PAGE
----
I apply my heart to understanding.  I call out for insight.
I cry aloud for understanding.  I look for it as for silver.
I search for it as for hidden treasure.
I am trusting that then I will understand the fear of the LORD
and find the knowledge of God.
I rest on the promise that you give wisdom
and from your mouth come knowledge and understanding.
This I pray in the name of your Son,
who is my wisdom and righteousness.  Amen.
(from Proverbs 2:1-6).

 

 

 

 

 

 

 

 

 

 

 

 

 

 

 

 

Please like & share:

Friend of the World? (Part 1)

O PreacherI’ve always held to the “you-can-catch-more-flies-with-honey-than-with-vinegar” philosophy.  When I spoke with church members needing correction, I usually did it with gentle, kind  words.  James, on the other hand, went heavy on the vinegar.  But he ends this scorching segment with unexpected, sweet grace.

New Testament letters are occasional documents—most topics occasioned by issues in the recipient church.  Because so much verbal violence is raging in the churches of these dispersed Jewish Christians, James can’t band-aide their conflict; he has to shovel to the cause and root it out.  Hence he starts with questions . . .

What causes fights and quarrels among you? Don’t they come from your desires that battle within you? (4:1, NIV).

The root cause of their rage is no mere difference of opinion.  They’ve each got a desires-war within.  The Greek word translated “desires” is haydomay)— “lusts”, used of natural, uncontrolled appetites.  Their fallen nature’s desire for self-gratification wars against their new-birth desire for righteous living.  Hence they are fiercely frustrated . . .

You want something but don’t get it. You kill and covet, but you cannot have what you want. You quarrel and fight. You do not have, because you do not ask God. When you ask, you do not receive, because you ask with wrong motives, that you may spend what you get on your pleasures (4:2,3, NIV).

Hard to imagine they were actually murdering one another.  Either James is using “kill” in the sense Jesus did for “anger” (“You have heard that it was said to the people long ago, ‘Do not murder, and anyone who murders will be subject to judgment.’ But I tell you that anyone who is angry with his brother will be subject to judgment”—Matthew 5:21,22),  or he means (as the TEV translates) “ready to kill.”  Either way, they’re coveting what belongs to a brother and, unable to get it, frustration erupts in verbal war.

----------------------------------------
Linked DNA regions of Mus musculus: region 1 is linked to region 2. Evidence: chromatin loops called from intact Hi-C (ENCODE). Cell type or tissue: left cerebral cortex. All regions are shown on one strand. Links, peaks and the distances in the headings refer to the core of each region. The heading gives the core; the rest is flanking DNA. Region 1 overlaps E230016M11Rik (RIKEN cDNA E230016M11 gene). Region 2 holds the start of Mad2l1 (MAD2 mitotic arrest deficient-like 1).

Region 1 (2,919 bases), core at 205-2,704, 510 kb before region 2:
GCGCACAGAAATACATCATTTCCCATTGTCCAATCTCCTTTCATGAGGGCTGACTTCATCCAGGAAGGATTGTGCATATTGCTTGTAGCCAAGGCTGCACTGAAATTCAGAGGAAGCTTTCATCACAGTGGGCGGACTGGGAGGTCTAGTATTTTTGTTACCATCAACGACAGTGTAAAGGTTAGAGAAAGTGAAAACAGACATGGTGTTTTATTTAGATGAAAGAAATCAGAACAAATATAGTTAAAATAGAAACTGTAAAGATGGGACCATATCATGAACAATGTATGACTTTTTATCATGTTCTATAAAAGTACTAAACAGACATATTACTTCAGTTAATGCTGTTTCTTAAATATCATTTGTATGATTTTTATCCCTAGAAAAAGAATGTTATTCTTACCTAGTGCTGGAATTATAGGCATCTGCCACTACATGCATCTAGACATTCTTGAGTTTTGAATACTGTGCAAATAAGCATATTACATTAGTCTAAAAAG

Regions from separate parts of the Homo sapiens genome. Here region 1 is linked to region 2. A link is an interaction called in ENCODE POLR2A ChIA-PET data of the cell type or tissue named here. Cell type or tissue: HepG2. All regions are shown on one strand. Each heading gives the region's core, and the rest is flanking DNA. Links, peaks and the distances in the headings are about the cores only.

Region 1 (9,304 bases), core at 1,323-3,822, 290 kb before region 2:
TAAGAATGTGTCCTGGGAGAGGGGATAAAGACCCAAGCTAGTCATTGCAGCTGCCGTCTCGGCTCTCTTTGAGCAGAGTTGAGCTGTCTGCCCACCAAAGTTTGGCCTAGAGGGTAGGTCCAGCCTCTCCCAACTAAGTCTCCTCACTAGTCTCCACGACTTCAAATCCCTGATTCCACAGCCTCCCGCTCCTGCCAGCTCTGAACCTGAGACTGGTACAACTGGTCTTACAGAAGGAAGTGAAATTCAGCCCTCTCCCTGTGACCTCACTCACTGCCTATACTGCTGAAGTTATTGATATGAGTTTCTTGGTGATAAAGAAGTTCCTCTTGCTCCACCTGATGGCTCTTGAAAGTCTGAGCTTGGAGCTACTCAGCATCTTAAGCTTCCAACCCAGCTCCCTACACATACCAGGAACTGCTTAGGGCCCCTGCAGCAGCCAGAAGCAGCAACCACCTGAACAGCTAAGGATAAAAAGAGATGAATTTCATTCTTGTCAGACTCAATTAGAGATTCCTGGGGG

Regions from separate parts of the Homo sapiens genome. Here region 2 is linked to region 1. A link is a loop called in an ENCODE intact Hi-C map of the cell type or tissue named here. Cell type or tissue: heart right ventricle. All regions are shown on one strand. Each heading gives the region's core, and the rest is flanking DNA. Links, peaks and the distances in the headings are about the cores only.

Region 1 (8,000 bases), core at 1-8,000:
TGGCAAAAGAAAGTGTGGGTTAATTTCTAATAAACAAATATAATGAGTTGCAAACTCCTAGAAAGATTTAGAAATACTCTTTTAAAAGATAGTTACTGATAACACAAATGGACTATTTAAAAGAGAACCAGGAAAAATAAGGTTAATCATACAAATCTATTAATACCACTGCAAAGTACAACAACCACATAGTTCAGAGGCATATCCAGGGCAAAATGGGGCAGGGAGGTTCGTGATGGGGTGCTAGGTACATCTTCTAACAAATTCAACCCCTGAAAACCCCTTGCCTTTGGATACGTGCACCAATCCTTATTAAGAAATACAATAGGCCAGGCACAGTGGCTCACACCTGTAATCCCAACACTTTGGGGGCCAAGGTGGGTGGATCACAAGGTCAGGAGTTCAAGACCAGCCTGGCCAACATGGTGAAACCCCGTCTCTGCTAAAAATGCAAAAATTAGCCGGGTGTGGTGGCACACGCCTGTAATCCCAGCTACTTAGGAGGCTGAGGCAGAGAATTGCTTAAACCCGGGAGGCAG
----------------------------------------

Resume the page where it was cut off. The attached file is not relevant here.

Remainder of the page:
Can church members really behave like this?  After a lifetime of pastoring—yes.  My situation was never this  bad.  But even  when hostility between groups of members simmered beneath the surface, it was  dreadful.

James prescribes prayer . . .

“You do not have because you do not ask God for it.”

We shouldn’t miss the import of James’ diagnosis.  Jesus promised:

As bad as you are,
you know how to give good things to your children.
How much more, then, will your Father in heaven
give good things to those who ask him!”
(Matthew 7:11, TEV).
 

And the psalmist taught:  

“Seek your happiness in the Lord,
and he will give you your heart’s desire”
(Psalm 37:4). 

We’re to see our Father as our source of satisfaction and ask him for our heart’s desire.  Then rest in his answer, whatever it is, as good.  The alternative (to try to grab for ourselves, especially at others’ expense) leads only to fights and frustration.

When you ask, you do not receive, because you ask with wrong motives, that you may spend what you get on your pleasures (4:3b, NIV). 

Motives matter.  Why didn’t they receive when they did ask God?  Because their passion in prayer was only their own desires.  “Pleasures” translates the Greek haydonays–used of indulgence or lack of control of natural appetites.   “Lusts” or “lustful pleasures” would be a good translation.

Jesus used”spend” (Greek, dapanaysata) of the prodigal son who “squandered his property in wasteful living” and spent everything” (Luke 15:13,14).  So we might translate:   “that you may waste all you get on your pleasures.”

You adulterous people, don’t you know that friendship with the world is hatred toward God? Anyone who chooses to be a friend of the world becomes an enemy of God.  Or do you think Scripture says without reason that the spirit he caused to live in us envies intensely? (4:4,5, NIV)

“You adulterous people”.  No address could shock these Jewish Christians more.  Their prophets used it often of Israel’s  shameful unfaithfulness to God . . .

Oh, that I had in the desert a lodging place for travelers,
so that I might leave my people and go away from them;
for they are all adulterers, a crowd of unfaithful people.
(Jeremiah 9:2)

Then in the nations where they have been carried captive,
those who escape will remember me–
how I have been grieved by their adulterous hearts,
which have turned away from me,
and by their eyes, which have lusted after their idols.
They will loathe themselves for the evil they have done
and for all their detestable practices.
(Ezekiel 6:9)

What does James  mean by “the world” that friendship with it is “hatred (hostility, animosity) toward God”?  The “world” (Greek kosmos) is all of humanity alienated from God and hostile to Christ.  To be on friendly terms, then, with humanity that opposes God in Christ, is to identify yourself as one with God’s enemy.

The church in which  I grew up often identified “worldliness” with outward things—girls wearing short skirts, movie-going, dancing, etc.  Rarely was coveting “stuff” for yourself mentioned.  But the “unmentionables” are usually more insidious.

Or do you think Scripture says without reason that the spirit he caused to live in us envies intensely?

A notoriously-difficult question to translate from the Greek.  Is “spirit” the Holy Spirit who is jealous for us?  Or is it our spirit that envies what others have.  I lean toward the latter, but will just leave it there to move on to unexpected, sweet grace.